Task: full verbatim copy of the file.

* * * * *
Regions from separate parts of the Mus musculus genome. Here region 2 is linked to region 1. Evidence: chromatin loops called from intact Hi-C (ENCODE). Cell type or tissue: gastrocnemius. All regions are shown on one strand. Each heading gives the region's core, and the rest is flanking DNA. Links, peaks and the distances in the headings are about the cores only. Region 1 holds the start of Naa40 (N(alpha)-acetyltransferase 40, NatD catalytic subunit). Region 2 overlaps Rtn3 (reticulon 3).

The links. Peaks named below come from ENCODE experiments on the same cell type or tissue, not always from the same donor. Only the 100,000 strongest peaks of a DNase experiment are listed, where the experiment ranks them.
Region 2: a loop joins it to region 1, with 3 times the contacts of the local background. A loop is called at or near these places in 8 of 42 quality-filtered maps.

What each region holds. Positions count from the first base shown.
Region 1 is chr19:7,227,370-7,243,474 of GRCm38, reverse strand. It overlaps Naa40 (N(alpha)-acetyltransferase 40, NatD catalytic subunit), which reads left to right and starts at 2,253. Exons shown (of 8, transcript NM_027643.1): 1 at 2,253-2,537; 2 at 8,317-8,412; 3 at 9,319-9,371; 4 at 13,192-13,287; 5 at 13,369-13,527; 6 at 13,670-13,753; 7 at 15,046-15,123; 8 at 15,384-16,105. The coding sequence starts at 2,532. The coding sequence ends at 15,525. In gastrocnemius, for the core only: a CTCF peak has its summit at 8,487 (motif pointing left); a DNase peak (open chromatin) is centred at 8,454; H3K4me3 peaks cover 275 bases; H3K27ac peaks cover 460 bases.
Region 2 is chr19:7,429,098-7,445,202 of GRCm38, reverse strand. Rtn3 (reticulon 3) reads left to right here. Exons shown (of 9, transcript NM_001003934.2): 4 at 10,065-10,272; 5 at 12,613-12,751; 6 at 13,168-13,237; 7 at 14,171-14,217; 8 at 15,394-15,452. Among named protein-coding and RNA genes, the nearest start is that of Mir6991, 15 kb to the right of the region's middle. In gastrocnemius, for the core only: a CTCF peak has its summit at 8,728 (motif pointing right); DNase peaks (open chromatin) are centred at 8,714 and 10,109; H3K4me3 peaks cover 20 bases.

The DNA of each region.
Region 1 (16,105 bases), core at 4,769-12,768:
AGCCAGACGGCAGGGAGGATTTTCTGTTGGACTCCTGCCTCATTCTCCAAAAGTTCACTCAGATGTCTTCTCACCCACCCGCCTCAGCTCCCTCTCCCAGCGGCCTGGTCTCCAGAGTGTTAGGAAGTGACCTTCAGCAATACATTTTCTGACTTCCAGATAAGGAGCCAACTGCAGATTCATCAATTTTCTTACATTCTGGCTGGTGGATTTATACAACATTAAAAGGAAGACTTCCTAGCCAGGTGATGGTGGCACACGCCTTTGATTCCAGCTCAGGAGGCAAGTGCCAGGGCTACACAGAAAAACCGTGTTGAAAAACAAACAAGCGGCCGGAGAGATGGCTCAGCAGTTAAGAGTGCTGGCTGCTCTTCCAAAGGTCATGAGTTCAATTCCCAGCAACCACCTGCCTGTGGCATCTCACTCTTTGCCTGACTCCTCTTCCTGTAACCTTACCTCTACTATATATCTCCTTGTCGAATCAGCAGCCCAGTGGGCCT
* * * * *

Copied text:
Regions from separate parts of the Mus musculus genome. Here region 2 is linked to region 1. Evidence: chromatin loops called from intact Hi-C (ENCODE). Cell type or tissue: gastrocnemius. All regions are shown on one strand. Each heading gives the region's core, and the rest is flanking DNA. Links, peaks and the distances in the headings are about the cores only. Region 1 holds the start of Naa40 (N(alpha)-acetyltransferase 40, NatD catalytic subunit). Region 2 overlaps Rtn3 (reticulon 3).

The links. Peaks named below come from ENCODE experiments on the same cell type or tissue, not always from the same donor. Only the 100,000 strongest peaks of a DNase experiment are listed, where the experiment ranks them.
Region 2: a loop joins it to region 1, with 3 times the contacts of the local background. A loop is called at or near these places in 8 of 42 quality-filtered maps.

What each region holds. Positions count from the first base shown.
Region 1 is chr19:7,227,370-7,243,474 of GRCm38, reverse strand. It overlaps Naa40 (N(alpha)-acetyltransferase 40, NatD catalytic subunit), which reads left to right and starts at 2,253. Exons shown (of 8, transcript NM_027643.1): 1 at 2,253-2,537; 2 at 8,317-8,412; 3 at 9,319-9,371; 4 at 13,192-13,287; 5 at 13,369-13,527; 6 at 13,670-13,753; 7 at 15,046-15,123; 8 at 15,384-16,105. The coding sequence starts at 2,532. The coding sequence ends at 15,525. In gastrocnemius, for the core only: a CTCF peak has its summit at 8,487 (motif pointing left); a DNase peak (open chromatin) is centred at 8,454; H3K4me3 peaks cover 275 bases; H3K27ac peaks cover 460 bases.
Region 2 is chr19:7,429,098-7,445,202 of GRCm38, reverse strand. Rtn3 (reticulon 3) reads left to right here. Exons shown (of 9, transcript NM_001003934.2): 4 at 10,065-10,272; 5 at 12,613-12,751; 6 at 13,168-13,237; 7 at 14,171-14,217; 8 at 15,394-15,452. Among named protein-coding and RNA genes, the nearest start is that of Mir6991, 15 kb to the right of the region's middle. In gastrocnemius, for the core only: a CTCF peak has its summit at 8,728 (motif pointing right); DNase peaks (open chromatin) are centred at 8,714 and 10,109; H3K4me3 peaks cover 20 bases.

The DNA of each region.
Region 1 (16,105 bases), core at 4,769-12,768:
AGCCAGACGGCAGGGAGGATTTTCTGTTGGACTCCTGCCTCATTCTCCAAAAGTTCACTCAGATGTCTTCTCACCCACCCGCCTCAGCTCCCTCTCCCAGCGGCCTGGTCTCCAGAGTGTTAGGAAGTGACCTTCAGCAATACATTTTCTGACTTCCAGATAAGGAGCCAACTGCAGATTCATCAATTTTCTTACATTCTGGCTGGTGGATTTATACAACATTAAAAGGAAGACTTCCTAGCCAGGTGATGGTGGCACACGCCTTTGATTCCAGCTCAGGAGGCAAGTGCCAGGGCTACACAGAAAAACCGTGTTGAAAAACAAACAAGCGGCCGGAGAGATGGCTCAGCAGTTAAGAGTGCTGGCTGCTCTTCCAAAGGTCATGAGTTCAATTCCCAGCAACCACCTGCCTGTGGCATCTCACTCTTTGCCTGACTCCTCTTCCTGTAACCTTACCTCTACTATATATCTCCTTGTCGAATCAGCAGCCCAGTGGGCCT